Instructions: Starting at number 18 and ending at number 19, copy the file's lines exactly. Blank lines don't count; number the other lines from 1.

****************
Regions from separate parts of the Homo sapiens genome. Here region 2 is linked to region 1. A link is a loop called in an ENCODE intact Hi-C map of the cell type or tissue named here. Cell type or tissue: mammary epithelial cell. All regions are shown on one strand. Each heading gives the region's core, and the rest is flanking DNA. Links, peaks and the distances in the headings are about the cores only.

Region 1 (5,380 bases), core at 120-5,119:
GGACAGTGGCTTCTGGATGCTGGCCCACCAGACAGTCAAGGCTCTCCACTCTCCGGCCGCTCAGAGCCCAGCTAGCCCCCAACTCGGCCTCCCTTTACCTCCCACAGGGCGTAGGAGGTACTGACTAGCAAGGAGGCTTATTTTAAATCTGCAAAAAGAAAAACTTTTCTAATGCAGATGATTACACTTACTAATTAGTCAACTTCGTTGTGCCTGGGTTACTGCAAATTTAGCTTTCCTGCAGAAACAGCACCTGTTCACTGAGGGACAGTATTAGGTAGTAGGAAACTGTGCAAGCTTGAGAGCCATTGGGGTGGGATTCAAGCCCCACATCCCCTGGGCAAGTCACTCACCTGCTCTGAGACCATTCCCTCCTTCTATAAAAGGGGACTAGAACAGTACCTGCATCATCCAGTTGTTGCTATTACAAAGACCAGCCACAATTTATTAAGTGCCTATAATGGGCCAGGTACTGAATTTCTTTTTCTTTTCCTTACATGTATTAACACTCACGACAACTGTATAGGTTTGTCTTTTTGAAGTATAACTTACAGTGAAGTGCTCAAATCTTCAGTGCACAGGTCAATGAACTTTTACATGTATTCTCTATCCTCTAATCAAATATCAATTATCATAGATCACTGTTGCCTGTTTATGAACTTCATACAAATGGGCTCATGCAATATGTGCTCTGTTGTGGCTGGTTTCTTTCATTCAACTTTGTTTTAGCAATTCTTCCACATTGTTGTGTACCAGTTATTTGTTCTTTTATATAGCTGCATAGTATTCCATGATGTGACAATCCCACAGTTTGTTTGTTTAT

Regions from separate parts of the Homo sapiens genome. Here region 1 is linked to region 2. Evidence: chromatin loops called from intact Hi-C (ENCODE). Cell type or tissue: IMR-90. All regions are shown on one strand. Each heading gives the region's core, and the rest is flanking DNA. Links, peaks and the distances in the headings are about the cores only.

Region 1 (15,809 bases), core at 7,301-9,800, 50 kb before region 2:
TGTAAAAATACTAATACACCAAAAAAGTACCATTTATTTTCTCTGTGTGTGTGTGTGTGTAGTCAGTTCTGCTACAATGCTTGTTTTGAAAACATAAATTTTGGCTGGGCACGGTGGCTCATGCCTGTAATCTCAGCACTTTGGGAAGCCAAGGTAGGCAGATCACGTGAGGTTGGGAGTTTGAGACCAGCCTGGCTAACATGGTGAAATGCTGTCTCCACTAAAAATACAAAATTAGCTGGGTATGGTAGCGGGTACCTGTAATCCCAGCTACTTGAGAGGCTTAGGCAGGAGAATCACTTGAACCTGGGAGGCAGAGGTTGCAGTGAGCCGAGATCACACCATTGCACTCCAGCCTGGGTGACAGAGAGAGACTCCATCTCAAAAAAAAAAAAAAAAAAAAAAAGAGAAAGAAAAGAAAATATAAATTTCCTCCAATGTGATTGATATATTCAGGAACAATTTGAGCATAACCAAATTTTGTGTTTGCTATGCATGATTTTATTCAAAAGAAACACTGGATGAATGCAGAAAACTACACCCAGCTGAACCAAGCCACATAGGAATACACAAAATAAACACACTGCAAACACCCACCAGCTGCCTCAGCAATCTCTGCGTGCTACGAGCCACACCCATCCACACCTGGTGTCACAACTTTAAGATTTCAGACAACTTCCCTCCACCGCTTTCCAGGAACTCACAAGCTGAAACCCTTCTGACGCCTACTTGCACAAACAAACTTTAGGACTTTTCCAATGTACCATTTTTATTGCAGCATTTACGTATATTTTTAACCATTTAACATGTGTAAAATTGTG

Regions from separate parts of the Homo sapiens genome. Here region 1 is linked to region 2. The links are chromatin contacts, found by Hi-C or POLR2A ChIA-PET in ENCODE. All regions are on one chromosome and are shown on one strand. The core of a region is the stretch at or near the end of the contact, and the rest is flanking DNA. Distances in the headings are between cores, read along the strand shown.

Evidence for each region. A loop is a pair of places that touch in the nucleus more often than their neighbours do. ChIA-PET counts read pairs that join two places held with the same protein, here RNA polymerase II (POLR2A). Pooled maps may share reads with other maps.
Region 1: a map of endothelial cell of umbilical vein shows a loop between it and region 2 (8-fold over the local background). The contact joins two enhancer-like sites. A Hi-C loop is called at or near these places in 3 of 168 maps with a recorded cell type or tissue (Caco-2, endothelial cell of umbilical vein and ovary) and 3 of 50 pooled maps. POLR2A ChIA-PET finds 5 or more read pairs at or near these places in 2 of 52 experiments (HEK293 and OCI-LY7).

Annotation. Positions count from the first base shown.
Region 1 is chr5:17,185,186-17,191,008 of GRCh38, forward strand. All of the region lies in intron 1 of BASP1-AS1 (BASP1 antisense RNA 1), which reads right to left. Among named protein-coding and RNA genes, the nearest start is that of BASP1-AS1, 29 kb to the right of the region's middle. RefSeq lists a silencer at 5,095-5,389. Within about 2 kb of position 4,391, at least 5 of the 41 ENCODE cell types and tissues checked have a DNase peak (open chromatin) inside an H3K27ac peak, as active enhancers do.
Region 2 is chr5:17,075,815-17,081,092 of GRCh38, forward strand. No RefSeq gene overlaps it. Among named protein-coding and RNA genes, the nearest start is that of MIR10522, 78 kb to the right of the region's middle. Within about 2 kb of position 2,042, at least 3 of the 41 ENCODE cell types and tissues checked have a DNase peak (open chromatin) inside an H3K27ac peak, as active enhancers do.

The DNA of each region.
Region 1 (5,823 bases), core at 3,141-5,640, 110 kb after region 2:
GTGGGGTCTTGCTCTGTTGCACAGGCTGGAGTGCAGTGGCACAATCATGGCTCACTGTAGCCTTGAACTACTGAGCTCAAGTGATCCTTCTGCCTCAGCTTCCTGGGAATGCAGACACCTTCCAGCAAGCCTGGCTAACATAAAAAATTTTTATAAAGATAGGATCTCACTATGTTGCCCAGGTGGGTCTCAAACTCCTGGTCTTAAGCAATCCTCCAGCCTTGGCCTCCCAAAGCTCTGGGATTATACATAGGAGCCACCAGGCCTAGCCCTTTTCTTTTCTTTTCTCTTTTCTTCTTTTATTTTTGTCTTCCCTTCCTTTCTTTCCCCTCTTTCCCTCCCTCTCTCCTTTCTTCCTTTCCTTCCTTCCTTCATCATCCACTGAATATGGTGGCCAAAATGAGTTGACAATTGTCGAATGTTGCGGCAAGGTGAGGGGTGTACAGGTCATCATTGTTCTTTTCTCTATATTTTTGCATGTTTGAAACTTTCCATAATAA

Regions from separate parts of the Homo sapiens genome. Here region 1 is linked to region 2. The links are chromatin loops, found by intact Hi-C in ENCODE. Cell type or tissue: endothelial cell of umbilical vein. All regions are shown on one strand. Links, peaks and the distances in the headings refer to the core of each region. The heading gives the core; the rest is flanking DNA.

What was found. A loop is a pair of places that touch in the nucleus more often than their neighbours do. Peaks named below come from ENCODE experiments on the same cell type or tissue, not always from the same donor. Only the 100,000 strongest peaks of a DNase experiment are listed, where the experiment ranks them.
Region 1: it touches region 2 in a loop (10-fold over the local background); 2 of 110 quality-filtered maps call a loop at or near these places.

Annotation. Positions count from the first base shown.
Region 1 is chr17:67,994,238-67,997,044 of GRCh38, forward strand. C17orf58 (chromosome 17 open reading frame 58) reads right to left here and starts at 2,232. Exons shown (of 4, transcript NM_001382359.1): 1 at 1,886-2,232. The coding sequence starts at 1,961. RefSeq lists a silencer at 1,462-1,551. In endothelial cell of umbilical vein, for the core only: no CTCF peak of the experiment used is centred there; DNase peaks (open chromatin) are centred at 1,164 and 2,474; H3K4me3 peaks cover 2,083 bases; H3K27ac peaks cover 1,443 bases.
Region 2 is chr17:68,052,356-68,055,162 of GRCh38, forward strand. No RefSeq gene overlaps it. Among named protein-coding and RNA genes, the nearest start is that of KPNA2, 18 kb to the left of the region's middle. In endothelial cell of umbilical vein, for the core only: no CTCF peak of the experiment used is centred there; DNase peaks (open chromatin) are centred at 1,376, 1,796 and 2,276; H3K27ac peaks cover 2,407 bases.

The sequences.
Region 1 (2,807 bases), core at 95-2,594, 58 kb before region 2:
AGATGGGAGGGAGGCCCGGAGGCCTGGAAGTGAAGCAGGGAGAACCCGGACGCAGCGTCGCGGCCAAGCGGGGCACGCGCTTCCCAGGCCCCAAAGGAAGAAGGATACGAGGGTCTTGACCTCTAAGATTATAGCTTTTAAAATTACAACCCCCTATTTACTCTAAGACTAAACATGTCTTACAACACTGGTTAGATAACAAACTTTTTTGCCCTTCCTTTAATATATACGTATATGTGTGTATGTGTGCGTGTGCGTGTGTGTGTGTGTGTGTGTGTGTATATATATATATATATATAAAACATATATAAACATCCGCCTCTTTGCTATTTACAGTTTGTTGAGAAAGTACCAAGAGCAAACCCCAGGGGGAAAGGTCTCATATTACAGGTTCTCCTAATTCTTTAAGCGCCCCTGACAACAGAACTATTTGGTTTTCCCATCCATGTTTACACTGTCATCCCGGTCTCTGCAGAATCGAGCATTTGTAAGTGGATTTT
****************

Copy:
Region 1: it touches region 2 in a loop (10-fold over the local background); 2 of 110 quality-filtered maps call a loop at or near these places.

Annotation. Positions count from the first base shown.